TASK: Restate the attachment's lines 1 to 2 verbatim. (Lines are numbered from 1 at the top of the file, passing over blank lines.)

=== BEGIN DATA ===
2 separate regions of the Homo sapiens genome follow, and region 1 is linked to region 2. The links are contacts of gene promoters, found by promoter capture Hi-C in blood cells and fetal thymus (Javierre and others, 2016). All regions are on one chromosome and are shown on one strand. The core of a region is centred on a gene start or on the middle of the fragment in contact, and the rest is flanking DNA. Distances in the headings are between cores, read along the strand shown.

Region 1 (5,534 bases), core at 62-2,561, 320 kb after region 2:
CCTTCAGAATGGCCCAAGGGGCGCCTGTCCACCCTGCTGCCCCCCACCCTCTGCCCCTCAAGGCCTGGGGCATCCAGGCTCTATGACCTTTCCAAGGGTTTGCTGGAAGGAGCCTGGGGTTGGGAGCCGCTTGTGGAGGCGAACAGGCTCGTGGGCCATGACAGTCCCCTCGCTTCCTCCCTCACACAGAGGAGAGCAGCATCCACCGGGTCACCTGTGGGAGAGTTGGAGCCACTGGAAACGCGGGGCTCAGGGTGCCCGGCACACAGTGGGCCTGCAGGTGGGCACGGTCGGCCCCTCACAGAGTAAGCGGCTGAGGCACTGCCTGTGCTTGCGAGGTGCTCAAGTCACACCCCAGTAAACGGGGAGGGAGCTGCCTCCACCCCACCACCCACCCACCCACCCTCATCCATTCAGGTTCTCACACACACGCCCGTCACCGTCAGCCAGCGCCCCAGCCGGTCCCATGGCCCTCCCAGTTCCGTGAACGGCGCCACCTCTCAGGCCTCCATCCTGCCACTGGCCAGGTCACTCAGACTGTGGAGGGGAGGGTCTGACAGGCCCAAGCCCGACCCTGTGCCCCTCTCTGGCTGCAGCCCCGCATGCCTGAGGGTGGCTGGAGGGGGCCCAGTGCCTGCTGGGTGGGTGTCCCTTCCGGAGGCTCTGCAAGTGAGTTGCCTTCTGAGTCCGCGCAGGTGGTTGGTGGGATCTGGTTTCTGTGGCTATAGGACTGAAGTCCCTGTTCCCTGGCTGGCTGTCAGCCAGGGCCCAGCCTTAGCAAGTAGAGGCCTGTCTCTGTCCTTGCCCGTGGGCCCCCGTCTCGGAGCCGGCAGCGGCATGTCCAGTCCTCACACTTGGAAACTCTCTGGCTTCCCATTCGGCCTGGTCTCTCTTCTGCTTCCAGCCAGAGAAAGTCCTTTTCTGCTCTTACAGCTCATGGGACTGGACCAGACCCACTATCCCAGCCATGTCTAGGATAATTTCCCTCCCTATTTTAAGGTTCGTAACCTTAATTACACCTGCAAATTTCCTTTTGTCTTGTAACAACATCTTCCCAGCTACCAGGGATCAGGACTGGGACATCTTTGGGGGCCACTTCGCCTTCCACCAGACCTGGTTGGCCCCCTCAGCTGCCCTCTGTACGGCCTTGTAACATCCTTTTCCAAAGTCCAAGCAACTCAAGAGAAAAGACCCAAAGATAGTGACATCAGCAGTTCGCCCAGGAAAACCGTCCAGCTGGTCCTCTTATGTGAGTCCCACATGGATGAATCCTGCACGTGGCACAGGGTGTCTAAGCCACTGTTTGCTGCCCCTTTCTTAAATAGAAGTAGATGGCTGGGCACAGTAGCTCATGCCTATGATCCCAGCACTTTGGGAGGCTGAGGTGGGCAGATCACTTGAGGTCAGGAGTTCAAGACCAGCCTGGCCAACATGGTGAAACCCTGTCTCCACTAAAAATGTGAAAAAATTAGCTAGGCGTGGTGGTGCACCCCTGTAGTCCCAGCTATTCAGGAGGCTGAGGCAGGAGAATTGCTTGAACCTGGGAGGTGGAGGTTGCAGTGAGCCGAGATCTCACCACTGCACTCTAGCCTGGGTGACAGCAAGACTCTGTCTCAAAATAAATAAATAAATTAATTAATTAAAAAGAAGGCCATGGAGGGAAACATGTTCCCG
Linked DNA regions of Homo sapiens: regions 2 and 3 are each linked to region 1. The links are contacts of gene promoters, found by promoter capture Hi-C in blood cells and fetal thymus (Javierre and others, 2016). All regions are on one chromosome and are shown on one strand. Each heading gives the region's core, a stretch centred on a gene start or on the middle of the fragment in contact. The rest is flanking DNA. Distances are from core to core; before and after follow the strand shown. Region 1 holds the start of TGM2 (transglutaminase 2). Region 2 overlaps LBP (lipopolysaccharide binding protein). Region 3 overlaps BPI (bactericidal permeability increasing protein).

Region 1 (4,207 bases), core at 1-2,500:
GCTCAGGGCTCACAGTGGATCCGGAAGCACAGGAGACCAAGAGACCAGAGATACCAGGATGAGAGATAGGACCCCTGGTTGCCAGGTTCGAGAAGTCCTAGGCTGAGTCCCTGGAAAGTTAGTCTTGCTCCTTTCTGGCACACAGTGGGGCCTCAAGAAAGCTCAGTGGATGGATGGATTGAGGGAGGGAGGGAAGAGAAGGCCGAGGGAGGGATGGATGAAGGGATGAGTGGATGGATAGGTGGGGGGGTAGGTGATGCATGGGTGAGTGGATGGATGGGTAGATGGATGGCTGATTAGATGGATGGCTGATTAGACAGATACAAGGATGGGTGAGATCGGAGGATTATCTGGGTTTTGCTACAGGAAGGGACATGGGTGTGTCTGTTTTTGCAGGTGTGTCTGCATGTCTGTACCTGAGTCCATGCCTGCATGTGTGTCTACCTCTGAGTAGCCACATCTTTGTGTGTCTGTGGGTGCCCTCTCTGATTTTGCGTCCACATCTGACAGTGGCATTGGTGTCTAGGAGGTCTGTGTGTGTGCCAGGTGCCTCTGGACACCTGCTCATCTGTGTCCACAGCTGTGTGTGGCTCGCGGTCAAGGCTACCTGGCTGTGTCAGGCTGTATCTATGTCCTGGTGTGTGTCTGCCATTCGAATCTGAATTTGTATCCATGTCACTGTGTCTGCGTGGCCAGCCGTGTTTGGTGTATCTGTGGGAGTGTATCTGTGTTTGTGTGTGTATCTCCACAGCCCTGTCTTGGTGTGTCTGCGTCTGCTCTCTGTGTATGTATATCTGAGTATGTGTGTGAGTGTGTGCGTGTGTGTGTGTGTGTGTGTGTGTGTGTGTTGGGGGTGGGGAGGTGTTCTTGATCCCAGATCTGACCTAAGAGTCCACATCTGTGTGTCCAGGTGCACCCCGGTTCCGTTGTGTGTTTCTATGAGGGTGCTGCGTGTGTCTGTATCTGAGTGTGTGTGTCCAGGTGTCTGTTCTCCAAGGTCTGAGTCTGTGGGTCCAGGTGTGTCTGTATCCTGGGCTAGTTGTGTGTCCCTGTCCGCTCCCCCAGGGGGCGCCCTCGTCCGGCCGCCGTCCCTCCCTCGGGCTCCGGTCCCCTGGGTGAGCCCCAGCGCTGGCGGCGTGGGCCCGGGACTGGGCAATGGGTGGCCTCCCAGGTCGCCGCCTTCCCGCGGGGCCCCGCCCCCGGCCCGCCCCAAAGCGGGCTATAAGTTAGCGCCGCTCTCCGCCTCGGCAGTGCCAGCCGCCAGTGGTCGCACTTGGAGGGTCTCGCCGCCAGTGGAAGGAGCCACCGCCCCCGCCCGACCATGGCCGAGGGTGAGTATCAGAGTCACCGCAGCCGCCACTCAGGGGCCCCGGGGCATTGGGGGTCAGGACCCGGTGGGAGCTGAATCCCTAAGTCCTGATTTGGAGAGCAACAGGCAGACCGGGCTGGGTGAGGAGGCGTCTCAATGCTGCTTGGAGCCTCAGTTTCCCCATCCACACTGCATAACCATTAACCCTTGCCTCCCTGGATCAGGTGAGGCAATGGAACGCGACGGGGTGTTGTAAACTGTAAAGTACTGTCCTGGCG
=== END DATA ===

2 separate regions of the Homo sapiens genome follow, and region 1 is linked to region 2. The links are contacts of gene promoters, found by promoter capture Hi-C in blood cells and fetal thymus (Javierre and others, 2016). All regions are on one chromosome and are shown on one strand. The core of a region is centred on a gene start or on the middle of the fragment in contact, and the rest is flanking DNA. Distances in the headings are between cores, read along the strand shown.

Region 1 (5,534 bases), core at 62-2,561, 320 kb after region 2: